September gets its name from the Latin word for seven. It’s actually the ninth month of the year but it used to be the seventh before the Romans changed their calendar over two thousand years ago.
At the start of the month, there may still be warm summer-like days, but then the weather begins to cool down, there is more wind and rain, and it gets dark earlier and earlier in the evening as the month goes on. The 22nd or 23rd is officially the first day of autumn. It is also called the autumn equinox, which is when night and day are the same length.
At the beginning of September, all the children go back to school. As you can imagine, some of them are happy and excited about this but many of them are not! The parents are usually relieved though because it’s difficult to keep children entertained all summer. State schools have had six weeks’ holiday and private schools even longer. By the end of the summer, the kids are starting to get bored and mums and dads need a break!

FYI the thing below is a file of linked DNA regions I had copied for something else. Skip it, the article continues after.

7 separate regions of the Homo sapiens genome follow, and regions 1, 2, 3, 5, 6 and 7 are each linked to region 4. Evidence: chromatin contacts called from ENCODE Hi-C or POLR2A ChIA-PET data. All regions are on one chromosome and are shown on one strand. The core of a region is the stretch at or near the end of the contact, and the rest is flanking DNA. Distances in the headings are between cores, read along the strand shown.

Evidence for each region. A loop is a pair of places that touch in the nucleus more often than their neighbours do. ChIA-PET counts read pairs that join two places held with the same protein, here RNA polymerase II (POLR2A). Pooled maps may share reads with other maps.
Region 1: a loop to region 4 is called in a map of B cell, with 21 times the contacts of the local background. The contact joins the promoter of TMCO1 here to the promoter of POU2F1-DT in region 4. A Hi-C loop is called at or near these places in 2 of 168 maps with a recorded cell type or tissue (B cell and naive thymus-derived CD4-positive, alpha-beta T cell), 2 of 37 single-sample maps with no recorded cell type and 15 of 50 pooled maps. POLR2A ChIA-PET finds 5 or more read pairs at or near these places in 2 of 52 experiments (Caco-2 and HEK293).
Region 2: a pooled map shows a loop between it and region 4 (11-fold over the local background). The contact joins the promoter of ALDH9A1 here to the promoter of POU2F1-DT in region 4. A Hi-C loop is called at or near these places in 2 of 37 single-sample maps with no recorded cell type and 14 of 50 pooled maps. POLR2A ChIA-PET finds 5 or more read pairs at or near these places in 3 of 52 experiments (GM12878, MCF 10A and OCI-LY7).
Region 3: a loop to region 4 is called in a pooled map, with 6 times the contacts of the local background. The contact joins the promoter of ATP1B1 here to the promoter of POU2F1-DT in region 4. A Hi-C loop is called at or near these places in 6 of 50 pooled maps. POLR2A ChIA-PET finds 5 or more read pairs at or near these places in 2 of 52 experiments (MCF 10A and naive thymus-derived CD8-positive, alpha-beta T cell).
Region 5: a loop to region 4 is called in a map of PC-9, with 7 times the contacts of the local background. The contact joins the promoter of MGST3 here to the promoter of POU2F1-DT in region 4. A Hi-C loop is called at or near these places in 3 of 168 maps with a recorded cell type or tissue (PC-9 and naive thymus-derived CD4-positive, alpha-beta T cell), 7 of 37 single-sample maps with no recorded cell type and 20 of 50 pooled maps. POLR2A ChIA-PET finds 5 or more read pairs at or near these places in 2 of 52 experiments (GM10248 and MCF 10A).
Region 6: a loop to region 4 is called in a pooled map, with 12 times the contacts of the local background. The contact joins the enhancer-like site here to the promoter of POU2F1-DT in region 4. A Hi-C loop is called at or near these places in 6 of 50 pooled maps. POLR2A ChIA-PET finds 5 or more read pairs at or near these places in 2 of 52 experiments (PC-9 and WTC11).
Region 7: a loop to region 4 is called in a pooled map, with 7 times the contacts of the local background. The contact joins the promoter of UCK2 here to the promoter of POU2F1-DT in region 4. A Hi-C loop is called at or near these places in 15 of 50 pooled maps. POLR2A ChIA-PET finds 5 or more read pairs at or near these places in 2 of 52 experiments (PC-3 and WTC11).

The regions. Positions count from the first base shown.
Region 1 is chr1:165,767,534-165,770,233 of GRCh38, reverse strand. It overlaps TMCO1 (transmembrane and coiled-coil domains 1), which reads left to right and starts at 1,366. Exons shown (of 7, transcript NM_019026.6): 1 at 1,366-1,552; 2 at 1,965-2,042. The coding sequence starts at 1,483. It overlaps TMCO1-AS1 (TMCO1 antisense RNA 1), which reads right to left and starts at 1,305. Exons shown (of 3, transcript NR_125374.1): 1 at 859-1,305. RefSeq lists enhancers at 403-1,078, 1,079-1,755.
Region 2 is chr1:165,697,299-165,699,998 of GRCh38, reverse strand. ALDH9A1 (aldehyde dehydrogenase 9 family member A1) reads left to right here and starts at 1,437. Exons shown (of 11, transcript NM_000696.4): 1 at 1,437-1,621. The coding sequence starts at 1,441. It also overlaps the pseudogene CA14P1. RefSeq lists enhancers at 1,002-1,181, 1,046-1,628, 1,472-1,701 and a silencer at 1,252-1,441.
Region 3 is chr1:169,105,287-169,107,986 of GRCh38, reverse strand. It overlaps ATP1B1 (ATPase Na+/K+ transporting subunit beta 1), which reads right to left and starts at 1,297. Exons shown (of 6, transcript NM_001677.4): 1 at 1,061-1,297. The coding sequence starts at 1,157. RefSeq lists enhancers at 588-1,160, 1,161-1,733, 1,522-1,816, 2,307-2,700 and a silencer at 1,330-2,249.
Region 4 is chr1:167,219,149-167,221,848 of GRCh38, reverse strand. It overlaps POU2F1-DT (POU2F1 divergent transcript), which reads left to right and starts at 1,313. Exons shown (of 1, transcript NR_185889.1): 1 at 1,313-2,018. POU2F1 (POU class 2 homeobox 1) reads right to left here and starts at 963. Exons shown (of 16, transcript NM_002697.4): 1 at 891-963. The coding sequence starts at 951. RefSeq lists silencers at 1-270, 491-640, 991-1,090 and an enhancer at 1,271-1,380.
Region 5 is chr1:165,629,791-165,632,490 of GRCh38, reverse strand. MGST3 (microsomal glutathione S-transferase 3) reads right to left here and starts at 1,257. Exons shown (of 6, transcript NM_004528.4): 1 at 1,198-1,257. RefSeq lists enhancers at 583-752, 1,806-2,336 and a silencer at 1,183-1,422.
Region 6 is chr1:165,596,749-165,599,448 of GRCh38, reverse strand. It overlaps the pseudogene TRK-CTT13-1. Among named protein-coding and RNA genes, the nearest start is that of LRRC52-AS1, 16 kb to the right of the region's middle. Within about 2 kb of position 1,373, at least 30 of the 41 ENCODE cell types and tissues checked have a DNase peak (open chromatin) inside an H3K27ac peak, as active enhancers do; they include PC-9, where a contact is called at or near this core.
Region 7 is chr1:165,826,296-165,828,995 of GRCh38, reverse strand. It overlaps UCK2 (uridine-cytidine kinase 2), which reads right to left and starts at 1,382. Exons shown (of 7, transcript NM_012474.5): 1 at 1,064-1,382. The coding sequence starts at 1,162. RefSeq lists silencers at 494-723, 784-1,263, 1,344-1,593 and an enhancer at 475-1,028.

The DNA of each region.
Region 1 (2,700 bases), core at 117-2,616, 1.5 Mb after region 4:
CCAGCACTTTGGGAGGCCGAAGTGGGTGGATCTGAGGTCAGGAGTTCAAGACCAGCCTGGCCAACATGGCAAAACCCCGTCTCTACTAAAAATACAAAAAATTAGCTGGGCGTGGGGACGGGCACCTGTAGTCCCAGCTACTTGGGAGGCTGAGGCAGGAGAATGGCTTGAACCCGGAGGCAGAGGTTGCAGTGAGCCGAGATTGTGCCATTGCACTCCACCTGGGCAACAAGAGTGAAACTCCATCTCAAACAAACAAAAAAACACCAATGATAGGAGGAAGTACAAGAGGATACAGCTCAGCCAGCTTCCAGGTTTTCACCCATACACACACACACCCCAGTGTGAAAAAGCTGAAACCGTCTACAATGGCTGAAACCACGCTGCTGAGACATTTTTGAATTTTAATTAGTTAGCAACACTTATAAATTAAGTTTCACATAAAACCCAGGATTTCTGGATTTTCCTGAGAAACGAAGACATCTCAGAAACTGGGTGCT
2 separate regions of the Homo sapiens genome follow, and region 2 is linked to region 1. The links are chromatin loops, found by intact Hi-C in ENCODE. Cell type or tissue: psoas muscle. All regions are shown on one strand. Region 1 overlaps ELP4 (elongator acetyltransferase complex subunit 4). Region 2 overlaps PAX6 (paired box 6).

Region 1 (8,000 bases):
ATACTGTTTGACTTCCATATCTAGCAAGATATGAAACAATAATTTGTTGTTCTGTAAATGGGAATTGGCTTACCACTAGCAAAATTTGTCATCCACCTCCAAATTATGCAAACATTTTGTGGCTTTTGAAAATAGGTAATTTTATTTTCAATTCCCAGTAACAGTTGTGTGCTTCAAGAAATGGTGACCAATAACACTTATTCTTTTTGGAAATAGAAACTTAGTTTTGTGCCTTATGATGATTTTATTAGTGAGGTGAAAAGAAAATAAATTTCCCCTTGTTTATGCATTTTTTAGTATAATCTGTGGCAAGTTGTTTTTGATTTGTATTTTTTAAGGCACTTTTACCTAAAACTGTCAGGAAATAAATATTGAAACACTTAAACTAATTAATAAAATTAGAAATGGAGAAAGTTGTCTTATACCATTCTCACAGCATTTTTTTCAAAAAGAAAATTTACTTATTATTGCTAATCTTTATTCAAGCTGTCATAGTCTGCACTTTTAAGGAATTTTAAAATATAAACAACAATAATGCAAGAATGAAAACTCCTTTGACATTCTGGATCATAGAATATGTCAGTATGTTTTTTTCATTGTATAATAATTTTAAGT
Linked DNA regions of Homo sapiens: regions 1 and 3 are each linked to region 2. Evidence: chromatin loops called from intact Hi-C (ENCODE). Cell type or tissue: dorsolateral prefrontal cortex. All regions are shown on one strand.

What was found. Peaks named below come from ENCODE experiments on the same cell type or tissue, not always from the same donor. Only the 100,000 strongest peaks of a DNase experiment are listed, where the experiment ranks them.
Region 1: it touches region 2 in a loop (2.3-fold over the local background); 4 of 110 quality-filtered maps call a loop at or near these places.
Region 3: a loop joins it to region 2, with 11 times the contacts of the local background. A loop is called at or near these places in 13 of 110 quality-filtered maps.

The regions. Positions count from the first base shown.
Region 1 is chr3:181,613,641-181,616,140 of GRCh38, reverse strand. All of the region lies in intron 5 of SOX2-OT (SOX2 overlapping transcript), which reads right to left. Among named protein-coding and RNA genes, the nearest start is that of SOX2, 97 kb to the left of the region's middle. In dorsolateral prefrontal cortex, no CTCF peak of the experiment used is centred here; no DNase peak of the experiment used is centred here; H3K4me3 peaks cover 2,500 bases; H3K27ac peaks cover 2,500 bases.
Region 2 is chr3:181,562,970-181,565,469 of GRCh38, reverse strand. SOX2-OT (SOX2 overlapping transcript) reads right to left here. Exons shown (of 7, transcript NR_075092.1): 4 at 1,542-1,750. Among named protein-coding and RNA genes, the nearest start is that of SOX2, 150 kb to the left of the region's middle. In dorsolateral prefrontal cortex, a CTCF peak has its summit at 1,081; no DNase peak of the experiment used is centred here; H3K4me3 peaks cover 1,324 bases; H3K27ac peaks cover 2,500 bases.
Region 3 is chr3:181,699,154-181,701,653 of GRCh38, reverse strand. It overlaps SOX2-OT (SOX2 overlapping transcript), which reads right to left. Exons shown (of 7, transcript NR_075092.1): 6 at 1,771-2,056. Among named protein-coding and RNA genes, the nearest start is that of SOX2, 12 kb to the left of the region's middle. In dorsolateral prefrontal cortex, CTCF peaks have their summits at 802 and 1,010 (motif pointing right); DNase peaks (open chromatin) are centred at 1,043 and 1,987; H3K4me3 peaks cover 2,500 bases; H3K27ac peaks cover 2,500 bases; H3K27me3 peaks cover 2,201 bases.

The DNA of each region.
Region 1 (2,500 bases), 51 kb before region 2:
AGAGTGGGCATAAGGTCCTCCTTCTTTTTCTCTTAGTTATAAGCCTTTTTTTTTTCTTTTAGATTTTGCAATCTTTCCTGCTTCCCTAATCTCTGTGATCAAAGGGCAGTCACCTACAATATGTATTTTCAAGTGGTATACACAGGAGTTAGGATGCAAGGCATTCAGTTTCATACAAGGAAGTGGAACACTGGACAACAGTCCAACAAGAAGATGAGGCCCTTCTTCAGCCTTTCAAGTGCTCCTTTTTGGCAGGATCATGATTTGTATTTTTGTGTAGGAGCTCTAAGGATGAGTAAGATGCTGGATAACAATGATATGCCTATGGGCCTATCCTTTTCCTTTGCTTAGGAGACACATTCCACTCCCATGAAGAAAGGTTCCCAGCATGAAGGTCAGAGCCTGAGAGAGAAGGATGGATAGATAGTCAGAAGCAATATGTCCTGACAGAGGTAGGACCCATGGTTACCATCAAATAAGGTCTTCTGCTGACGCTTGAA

Four and five-year-olds start school for the first time and most primary school children have a new teacher. Eleven-year-old children start secondary school, sometimes known as “big school”. This is a huge change for them. Instead of having just one teacher all day, they now have a different teacher for each subject. Universities start later in the month or even in early October.
Some schools and churches have a Harvest Festival in September, especially in villages and rural areas. Harvest Festival is a celebration to mark the harvesting of crops from the fields and to give thanks. Sometimes churches and schools collect food which they then give away to poorer families. Villages may also have a harvest supper. This might be a bring-and-share meal where everyone takes a different dish.
Heritage Open Days are held every year in September. During this month, volunteers organise guided tours and other activities related to architecture and culture. A number of historic buildings, stately homes and museums are open to the public for free on certain days. This provides an opportunity for people to explore England's rich history and heritage.
If you would like to learn more about English life, try my e-book, "A Year in England". It contains a text like this for each month, plus a vocabulary list and reading comprehension questions. There are also bonus sections about Christmas and Easter. Click the image below or visit my shop.
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